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I'm 44 and am in a position to be able to retire in a few years if I so desire. I have a rental property and am ready to buy another in the next 6 months. As for stocks, 10% of my portfolio is in a Roth IRA, 87% in a traditional IRA, and about 3% in a 401k.

In retirement I will live largely off my stocks, I am successful growth investor. What is the most tax efficient way to manage my $$? A 72t annuity withdrawal from my traditional IRA doesn't look good, as the calculator limits don't fit my budgeting needs. Also, who is the best type of financial advisor to discuss these issues with? I would assume a fiduciary financial advisor.

Any advice or pointing me towards the best posts or websites would be greatly appreciated.

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I hesitated to reply because others are far more knowledgeable than I...

You are caught in the trap many people did not anticipate (but the government did). Put away alot of money pre-tax under the impression their retirement tax rate would be lower. It often does not turn out that way. In your case, you are going to pay withdrawal penalties on top of potentially higher tax brackets. In retirement you are likely to encounter the problem of withdrawals resulting in social security benefits being taxed and you are in a higher tax bracket as well as impacting Medicare premiums. The government never loses. :(

Your most tax efficient way to manage your $$ is to keep working (albeit part time?) and any money going into traditional IRAs should be after-tax deposits. Then, when you do retire, find a way to limit your withdrawals and income to match your expenses. Not an easy task.

As for advisors, with no disrespect to those MF reading the boards, DIY. In the 25 years since I retired at 43, I have not found a single FA who could provide better advise than what I could figure out by myself. FA have a number of fiduciary responsibilities that force them to be conservative and traditional in their advice. This might not match your philosophy or situation.

If you look hard enough and research enough, you can find everything you need without paying someone else to tell you the same thing.

Just my 2 cents worth....

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Thanks Paul. What about a roth ira conversion ladder? From my recent research, that seems to be one of the best ways to reduce my tax bill in retirement, although it takes 5 years to build up.

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Hey Jeff, A couple of ideas for you. First of all, since your net egg is heavily weighted to retirement accounts, you want to start some positions in a brokerage (taxable) account. The Roth and IRAs won't allow you to pull funds out until you are 59 and a half which hampers things for the FIRE crowd.

I'm 53 now and semi-retired. I am still working at a job I love (thanks to The Motley Fool), and only have to pull out about 1% from my savings to cover expenses for the year. BTW, my wife does work for the University of North Carolina and we get our health benefits through her employer.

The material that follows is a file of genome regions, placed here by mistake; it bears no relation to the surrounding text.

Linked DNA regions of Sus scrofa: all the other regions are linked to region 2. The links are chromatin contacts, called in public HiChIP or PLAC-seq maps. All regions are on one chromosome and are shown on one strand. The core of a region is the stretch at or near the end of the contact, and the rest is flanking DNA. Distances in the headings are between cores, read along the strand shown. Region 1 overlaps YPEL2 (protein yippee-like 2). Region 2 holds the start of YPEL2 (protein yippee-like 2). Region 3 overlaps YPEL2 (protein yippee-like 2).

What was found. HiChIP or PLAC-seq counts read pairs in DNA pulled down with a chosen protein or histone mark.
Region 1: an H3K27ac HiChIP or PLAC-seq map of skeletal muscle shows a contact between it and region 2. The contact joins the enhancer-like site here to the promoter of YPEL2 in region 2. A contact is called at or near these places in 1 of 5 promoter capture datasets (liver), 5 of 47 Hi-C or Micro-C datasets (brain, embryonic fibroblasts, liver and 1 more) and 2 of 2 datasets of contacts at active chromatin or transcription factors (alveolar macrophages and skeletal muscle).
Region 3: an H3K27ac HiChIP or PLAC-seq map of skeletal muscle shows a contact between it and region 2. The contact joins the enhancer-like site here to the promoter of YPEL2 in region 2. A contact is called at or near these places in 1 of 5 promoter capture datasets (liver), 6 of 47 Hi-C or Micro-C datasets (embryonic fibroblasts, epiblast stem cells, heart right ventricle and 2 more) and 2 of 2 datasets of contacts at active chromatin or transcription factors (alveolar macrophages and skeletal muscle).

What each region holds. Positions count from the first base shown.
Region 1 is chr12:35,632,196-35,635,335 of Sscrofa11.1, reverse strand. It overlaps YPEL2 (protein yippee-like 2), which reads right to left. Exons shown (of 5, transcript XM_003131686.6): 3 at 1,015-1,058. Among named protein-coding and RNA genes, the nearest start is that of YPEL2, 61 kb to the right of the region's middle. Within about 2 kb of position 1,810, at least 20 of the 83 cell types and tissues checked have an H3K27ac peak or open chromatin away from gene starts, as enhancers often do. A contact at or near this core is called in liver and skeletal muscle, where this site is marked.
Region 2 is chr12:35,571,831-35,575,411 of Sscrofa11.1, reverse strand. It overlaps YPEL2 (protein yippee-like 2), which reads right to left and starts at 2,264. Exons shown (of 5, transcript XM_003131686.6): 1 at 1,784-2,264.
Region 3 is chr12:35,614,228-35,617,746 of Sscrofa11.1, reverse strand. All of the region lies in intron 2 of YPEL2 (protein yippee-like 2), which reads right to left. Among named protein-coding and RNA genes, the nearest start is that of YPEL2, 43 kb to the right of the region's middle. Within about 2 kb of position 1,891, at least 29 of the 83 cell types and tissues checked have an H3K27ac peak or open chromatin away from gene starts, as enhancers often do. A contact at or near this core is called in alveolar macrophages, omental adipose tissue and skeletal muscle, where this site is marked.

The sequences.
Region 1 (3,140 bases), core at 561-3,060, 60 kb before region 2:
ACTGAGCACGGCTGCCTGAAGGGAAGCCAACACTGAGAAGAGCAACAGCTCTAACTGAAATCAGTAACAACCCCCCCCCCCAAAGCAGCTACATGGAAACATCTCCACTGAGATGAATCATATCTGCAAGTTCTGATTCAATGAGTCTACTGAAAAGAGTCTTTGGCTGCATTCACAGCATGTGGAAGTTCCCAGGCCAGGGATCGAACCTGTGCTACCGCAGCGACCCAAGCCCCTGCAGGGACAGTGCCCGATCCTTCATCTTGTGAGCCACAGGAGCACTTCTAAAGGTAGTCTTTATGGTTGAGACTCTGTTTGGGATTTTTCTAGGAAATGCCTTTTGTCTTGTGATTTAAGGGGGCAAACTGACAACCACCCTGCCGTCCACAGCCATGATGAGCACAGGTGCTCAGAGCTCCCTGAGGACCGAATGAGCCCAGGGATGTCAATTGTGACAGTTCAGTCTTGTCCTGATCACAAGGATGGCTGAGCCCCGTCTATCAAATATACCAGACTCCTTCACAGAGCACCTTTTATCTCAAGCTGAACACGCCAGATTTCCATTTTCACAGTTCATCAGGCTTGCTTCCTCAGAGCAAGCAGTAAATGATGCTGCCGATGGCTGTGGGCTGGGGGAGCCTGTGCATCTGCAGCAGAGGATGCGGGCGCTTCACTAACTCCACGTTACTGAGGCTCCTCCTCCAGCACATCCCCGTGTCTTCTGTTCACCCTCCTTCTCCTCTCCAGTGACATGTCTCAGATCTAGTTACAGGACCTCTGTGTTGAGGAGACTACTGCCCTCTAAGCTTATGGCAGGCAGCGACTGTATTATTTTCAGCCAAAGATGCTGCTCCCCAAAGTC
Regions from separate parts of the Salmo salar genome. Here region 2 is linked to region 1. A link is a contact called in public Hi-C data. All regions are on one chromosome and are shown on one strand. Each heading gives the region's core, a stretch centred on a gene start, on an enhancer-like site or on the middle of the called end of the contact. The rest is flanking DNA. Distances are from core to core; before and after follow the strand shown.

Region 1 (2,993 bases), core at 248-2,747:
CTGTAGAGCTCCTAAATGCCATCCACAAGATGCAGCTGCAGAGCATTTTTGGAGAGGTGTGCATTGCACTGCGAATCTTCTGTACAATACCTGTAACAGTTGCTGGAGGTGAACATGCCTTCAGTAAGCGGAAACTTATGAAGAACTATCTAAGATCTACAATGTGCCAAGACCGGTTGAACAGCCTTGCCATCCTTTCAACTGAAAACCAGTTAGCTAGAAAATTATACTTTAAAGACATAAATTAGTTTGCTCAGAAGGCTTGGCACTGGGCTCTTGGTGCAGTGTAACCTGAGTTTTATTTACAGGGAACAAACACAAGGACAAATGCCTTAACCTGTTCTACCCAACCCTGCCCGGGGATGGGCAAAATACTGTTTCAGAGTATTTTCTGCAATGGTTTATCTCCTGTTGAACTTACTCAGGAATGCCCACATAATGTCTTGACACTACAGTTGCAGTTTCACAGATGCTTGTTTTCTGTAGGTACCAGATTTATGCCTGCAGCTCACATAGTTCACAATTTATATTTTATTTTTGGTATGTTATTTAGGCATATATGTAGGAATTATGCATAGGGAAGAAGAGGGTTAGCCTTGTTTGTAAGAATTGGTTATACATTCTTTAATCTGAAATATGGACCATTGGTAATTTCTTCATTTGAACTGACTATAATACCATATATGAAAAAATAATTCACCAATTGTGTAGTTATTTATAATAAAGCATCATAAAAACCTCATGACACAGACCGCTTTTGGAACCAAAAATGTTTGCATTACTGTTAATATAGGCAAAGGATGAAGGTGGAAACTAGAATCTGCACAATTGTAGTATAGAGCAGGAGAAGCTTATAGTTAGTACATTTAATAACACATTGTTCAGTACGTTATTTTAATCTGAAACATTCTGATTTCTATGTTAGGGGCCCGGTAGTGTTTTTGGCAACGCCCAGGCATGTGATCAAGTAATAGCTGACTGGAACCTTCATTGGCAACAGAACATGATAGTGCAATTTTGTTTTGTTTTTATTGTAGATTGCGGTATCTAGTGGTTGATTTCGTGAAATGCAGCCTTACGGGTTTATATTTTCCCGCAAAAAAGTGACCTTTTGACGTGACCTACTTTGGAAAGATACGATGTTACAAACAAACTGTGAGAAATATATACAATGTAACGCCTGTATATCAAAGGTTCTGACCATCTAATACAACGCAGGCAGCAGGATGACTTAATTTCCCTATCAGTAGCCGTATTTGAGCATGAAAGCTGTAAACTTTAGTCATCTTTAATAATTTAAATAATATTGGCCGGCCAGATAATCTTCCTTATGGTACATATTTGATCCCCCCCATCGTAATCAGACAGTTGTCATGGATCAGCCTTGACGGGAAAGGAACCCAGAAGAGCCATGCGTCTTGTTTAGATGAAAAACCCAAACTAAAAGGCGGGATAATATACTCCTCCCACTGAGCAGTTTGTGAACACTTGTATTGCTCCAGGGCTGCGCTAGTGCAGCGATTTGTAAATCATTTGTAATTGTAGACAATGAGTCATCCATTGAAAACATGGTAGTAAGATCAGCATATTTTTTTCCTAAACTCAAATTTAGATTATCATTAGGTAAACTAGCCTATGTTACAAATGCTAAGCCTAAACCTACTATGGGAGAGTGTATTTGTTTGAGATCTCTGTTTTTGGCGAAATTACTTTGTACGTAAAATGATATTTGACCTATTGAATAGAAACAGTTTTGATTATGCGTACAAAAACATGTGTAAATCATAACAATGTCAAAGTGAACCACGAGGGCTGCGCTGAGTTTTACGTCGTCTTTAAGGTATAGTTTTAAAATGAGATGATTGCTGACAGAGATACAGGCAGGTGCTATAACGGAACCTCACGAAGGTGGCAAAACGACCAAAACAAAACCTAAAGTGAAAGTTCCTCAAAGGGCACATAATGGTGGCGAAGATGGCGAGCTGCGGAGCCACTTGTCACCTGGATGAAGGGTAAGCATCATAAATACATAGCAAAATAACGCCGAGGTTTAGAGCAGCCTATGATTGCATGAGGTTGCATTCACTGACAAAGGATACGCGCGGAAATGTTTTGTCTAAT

We have about 30% of our overall funds in a taxable brokerage account, which will cover us under our current spending and employment situation for another 20 years. We could fully retire which would cut the brokerage account's ability to fund our lifestyle to more like 10 years.

How have we built up such a large amount in our brokerage? First, I always made sure we maxed out our contributions to the 401K, but only up to the match amount from our employers. Beyond that, I found it didn't make sense. I couldn't invest in individual stocks in the 401K, and the tax treatment of a 401K/traditional IRA (taxed like regular income) was worse than putting in a brokerage account and paying capital gains tax when you eventually sell.

If you are at a salary level where you could convert some of your money from your traditional IRA to the Roth (I think that's what you meant by Roth conversion ladder), that would be something to consider. We have 40% in our IRA, and 30% in our Roth. We plan to pull out of our brokerage account first, then the IRA, then the Roth. Ideally, we can stretch the limits until we are forced into RMDs (required minimum distributions). I think we'll be able to do that. Having money in all three accounts allow us to more or less control our tax situation for many years to come.

Rental properties can also offer a nice way to get some recurring passive income to allow you to put off pulling from stock accounts, but know that that strategy has risks too. The money you are putting into rental properties could be used to buy stocks in a brokerage account. Not sure which would be better for you. I've always thought managing rental properties was way more work than watching my stocks.

Dividend-paying stocks (in a brokerage account) is another way to generate passive income. I like my growth stocks too much to dip my toes into these kinds of investments, but the report below is pretty compelling.

Basically, it showed how if you had $1M in dividend aristocrats in 1990, you could have pulled out $50K a year for living expenses and end up with almost $15M by the end of 2019. Wow!

Hope this was helpful.
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